The Global Infrastructure Gap: Potential, Perils, and a Framework for Distinction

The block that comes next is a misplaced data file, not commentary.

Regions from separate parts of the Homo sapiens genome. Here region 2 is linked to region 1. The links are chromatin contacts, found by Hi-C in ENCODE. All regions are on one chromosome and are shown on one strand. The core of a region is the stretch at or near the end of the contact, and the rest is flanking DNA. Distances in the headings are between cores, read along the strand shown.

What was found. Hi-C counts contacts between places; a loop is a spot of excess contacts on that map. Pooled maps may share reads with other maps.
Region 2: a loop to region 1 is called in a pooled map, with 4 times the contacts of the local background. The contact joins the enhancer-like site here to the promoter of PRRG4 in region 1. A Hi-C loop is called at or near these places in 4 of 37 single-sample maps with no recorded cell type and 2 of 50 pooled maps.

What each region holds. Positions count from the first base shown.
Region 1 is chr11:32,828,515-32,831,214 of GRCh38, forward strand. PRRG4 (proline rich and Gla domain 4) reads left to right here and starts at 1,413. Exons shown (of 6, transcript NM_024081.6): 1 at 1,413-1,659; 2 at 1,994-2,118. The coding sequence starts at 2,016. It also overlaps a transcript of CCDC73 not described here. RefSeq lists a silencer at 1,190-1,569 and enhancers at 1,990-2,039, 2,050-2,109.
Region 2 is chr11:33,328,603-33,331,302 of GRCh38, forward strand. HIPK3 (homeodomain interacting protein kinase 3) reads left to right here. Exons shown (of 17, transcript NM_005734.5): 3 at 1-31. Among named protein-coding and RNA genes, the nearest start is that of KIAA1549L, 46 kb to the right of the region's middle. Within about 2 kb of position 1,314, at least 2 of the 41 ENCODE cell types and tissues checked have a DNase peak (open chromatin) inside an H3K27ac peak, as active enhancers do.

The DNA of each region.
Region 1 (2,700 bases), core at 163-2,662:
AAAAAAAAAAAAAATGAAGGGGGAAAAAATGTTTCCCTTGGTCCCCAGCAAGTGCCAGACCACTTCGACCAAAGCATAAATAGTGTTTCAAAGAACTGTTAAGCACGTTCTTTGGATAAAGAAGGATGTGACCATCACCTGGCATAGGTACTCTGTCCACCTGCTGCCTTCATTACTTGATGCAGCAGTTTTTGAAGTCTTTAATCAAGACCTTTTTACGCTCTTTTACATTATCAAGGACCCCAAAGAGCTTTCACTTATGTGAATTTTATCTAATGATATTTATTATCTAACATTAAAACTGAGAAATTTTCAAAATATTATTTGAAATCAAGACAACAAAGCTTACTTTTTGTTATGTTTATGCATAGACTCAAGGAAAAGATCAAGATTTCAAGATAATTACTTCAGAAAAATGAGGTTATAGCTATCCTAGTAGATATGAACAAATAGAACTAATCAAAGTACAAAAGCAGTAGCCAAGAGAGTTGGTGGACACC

In 2015, the World Bank claimed that rich-country private capital could: (i) close the infrastructure services gap in poor countries, (ii) achieve the sustainable development goals, and (iii) make money by moving from "billions to trillions" of investment in poor-country infrastructure. Our framework distinguishes those poor countries in which the Bank's claim is tenable from those where it is not. For a given poor country, the framework reveals that investing a dollar in infrastructure is efficient if the social rate of return on infrastructure clears two hurdles: (a) the social rate of return on private capital in the poor country, and (b) the social rate of return on private capital in rich countries. Applying the framework to the only comprehensive, cross-country dataset of social rates of return on infrastructure indicates that in 1985 just 7 of 53 poor countries cleared the dual hurdles in both paved roads and electricity.